At the end of the exhibit (through the pop-up shop selling photos of Frida on everything, Day of the Dead paraphernalia, and Mexican culinary goods) there are several diablos and an ofrenda – dedicated to Frida – as well as a very amusing tableau of Frida and Diego as huge paper mache figures (catrinas), paintbrushes in hand, wearing their trademark clothing, and joined together with a heart-shaped palette.
As we wandered away from the exhibit through the galleries and into the Henry Moore sculpture gallery we realized that we had come upon one of the event offerings of the evening. Visitors stood in a semi-circle, fascinated (with horror?) as a nude woman, her head covered with a black veil, rode an exercycle attached to a computer screen that generated music as she pedaled, and while she pedaled, she also flagellated herself with a cat o’nine tails whip. As we approached the tableau we realized that the woman was transsexual and as she raised the veil to uncover her hair and blacked-out eyes, we shivered. Nina Arsenault is a performance artist who uses her own surgeries and transsexual transformation as content for her art. In the context of this exhibit about Frida’s life I suppose it works, but we didn’t stay long – it was too painful to watch.
The exhibit and the main hall were the focus of the events for this show but in the Italian galleria at the front of the AGO a life-drawing class with a male nude model was also happening. Chocolate was being served at the bar, and visitors were looking out at the streetlights and the dark skies of Dundas Street. The galleria is one of my favourite parts of the new Frank Gehry re-designed AGO, the wood beams and tall glass windows provide a new perspective on the street, and a respite from the white gallery walls of the Canadian art exhibits.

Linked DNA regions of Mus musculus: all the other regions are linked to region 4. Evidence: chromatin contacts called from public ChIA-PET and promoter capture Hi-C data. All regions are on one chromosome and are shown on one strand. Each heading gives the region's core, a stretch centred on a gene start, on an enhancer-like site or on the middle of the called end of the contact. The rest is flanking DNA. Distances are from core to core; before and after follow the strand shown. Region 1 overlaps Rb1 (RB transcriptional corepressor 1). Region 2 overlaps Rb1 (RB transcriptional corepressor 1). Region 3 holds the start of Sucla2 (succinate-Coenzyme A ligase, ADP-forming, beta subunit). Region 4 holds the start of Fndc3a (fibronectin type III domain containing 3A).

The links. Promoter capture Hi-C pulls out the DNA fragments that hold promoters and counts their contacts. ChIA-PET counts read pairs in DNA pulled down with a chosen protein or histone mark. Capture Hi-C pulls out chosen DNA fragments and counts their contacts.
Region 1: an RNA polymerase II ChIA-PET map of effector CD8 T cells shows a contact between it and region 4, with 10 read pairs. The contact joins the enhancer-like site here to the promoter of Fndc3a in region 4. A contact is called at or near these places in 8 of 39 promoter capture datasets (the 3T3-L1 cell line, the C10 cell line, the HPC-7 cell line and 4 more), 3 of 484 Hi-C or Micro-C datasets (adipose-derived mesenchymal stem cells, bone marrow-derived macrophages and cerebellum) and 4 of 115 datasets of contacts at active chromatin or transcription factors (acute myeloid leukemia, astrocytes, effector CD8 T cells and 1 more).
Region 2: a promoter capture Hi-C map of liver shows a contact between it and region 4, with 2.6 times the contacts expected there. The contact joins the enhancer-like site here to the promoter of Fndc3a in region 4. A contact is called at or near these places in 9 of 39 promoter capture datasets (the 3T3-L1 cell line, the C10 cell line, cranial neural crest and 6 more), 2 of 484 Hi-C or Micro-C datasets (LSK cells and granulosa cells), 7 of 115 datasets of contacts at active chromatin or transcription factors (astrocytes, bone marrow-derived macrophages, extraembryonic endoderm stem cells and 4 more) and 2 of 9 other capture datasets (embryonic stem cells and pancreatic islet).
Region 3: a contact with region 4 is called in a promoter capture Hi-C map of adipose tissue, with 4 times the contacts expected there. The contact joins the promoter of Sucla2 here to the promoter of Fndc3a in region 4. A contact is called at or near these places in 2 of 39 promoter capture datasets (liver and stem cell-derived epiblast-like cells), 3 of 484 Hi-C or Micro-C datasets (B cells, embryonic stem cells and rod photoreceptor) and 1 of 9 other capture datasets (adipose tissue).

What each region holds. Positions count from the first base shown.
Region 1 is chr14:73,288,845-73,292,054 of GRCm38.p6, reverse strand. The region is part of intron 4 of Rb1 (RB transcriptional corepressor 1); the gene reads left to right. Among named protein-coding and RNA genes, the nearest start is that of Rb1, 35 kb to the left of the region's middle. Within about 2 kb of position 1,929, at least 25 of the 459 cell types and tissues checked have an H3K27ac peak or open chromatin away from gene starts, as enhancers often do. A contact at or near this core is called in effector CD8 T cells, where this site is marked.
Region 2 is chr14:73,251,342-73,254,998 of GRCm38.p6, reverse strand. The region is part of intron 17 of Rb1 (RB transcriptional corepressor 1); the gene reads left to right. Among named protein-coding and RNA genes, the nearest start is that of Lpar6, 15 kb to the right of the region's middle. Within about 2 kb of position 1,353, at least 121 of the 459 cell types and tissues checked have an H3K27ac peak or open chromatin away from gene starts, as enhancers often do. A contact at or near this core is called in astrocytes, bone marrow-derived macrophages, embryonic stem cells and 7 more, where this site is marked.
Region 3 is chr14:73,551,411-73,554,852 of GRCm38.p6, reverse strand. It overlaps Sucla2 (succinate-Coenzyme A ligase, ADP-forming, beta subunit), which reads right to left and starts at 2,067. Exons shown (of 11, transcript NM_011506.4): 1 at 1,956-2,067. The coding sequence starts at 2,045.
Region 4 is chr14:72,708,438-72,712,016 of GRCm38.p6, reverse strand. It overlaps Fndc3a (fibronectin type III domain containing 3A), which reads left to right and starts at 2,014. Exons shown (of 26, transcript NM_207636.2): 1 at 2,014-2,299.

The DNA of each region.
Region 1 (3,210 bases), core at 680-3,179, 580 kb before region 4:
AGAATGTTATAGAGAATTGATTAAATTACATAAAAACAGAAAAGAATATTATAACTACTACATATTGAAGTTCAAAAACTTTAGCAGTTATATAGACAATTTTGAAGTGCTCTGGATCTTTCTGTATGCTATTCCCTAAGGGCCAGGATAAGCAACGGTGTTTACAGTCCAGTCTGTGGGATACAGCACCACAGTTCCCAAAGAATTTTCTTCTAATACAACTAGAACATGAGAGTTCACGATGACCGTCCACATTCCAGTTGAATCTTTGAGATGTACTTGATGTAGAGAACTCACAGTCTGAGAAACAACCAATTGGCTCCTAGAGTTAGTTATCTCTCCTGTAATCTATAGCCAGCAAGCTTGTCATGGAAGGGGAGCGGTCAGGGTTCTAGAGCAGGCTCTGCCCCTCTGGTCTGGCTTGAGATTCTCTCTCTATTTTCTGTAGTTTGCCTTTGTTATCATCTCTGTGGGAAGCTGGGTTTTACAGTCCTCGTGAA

We decided that the pop music in the galleria was too loud for relaxation so we eventually simply sat down in the education centre just outside the Canadian galleries. This turned out to be a great place for people-watching, and visitors were taking advantage of the draw-your-own-portrait invitation offered by the low tables, comfy seats, mirrors, drawing pencils and paper. Quite a lot of people had drawn pictures of what they had seen in the gallery (portraits of Frida with her trademark hairstyle and eyebrow, strong images from Diego’s murals) but a number had drawn their own portraits and had displayed them on wall in the open frames provided for the purpose. People were clearly having fun.
The final offering of the night was Yamantaka/Sonic Titan, a Canadian experimental music and performance art collective. Ruby Kato Attwood and Alaska B, former art students at Concordia University in Montreal, with supporting members, subvert the cultural signifiers of their shared Asian-Canadian heritage to create a music and performance art style which they call “Noh-Wave” a pun on Nôh theatre and the New Wave style of experimental underground music. The band came onstage late (why does no music event ever begin on time in Toronto?) in Walker Court – we were watching from above on the staircase, which gave us a great view. I enjoyed the two songs we managed to stay for, but the sound was much too loud for the small space. The younger crowd milled about, chatting, drinking and taking in the spectacle so presumably they didn’t mind.
We left the AGO entertained and enlivened by both art and spectacle.
*Elka Weinstein, regular contributor to Masters in Museums.